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Organ transplantation: bridging the technology-ethics gap

Sreekumar Nellickappilly

DOI: 10.20529/IJME.2012.069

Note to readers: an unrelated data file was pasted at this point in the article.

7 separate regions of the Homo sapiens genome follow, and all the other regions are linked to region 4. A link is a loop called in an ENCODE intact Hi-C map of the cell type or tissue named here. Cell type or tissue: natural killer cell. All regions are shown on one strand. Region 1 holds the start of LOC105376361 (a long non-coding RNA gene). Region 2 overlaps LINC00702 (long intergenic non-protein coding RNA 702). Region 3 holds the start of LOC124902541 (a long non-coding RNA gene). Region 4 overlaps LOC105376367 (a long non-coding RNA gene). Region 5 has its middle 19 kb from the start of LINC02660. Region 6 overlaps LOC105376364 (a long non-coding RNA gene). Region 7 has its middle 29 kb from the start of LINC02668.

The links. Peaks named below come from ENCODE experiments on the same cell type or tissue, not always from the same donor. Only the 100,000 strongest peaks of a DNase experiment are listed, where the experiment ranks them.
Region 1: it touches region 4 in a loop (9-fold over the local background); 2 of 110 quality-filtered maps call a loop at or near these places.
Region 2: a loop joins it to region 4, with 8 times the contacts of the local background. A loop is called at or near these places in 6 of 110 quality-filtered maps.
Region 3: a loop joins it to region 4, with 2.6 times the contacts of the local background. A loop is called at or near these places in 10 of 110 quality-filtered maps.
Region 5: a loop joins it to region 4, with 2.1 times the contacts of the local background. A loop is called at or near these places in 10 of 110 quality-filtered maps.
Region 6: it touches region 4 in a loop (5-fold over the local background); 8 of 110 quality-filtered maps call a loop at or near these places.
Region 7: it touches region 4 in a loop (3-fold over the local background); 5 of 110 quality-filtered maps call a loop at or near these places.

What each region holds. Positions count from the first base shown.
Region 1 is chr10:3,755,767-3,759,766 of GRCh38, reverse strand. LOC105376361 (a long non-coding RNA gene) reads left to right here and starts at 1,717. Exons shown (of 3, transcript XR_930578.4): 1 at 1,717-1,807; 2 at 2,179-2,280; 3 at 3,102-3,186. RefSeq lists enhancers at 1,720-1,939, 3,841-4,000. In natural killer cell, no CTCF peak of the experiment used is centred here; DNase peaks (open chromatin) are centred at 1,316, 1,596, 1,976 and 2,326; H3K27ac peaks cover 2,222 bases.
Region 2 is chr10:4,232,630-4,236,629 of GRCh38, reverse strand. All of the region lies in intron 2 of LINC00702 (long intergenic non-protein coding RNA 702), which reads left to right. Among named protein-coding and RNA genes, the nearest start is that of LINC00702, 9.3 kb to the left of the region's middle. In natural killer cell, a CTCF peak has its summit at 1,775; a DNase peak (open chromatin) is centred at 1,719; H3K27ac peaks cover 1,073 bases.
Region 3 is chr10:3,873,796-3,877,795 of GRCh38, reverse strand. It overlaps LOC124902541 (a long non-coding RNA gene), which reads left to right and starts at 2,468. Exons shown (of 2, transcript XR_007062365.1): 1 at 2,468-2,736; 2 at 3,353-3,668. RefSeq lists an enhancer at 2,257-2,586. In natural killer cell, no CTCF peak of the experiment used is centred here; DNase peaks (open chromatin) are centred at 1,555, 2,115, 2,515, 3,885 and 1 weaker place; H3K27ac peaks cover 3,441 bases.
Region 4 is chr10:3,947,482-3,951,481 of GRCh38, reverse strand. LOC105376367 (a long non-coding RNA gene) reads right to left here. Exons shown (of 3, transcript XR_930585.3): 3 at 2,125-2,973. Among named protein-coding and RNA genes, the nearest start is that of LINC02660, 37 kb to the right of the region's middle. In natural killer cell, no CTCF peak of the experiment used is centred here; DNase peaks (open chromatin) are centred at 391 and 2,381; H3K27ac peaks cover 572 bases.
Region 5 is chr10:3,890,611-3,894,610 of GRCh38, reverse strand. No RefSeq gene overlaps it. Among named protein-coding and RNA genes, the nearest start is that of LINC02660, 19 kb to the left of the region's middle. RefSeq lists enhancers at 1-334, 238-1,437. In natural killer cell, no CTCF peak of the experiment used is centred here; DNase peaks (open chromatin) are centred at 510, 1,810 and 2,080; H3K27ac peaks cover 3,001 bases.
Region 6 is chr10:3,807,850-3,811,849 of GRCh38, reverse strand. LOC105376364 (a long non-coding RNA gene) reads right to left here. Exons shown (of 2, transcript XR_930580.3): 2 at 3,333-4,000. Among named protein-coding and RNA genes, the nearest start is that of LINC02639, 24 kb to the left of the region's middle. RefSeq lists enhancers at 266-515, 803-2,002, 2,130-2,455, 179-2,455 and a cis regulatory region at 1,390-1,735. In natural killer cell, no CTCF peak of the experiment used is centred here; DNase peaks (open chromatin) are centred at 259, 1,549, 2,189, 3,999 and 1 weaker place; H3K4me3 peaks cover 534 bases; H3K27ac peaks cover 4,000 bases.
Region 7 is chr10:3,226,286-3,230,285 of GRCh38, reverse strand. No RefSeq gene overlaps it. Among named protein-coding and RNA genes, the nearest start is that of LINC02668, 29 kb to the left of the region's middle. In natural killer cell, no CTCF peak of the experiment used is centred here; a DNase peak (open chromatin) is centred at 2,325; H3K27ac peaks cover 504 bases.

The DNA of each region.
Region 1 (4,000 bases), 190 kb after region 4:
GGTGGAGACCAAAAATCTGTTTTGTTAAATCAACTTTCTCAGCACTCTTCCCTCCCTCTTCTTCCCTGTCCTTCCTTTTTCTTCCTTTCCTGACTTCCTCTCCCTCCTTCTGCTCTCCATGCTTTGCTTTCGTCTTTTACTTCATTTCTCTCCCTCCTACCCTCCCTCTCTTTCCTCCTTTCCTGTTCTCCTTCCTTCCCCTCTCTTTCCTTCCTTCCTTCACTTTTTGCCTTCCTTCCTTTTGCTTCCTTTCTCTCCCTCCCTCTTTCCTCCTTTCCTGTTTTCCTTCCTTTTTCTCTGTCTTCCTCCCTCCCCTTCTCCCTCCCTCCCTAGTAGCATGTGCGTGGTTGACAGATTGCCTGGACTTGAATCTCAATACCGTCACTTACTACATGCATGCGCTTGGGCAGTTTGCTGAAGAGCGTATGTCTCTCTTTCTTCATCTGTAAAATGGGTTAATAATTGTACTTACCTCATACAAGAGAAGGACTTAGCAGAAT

Ever since the first organ transplant was successfully performed in the 1950s, controversies surrounding the scope and consequences of this medical intervention have attracted more attention than its potential human benefit. While the medical world finds in it the potential to provide effective treatment for end state organ failure, the various steps involved in the treatment? selection of donor and recipient, the process and stages of decision making, the diverse cultural and religious practices and beliefs – raise complex ethical challenges. Religious institutions often view the very idea of organ transplantation skeptically. Yet it has evolved as a widely accepted medical practice and continues to give hope to millions of patients, across the world, who suffer from potentially life-threatening ailments.

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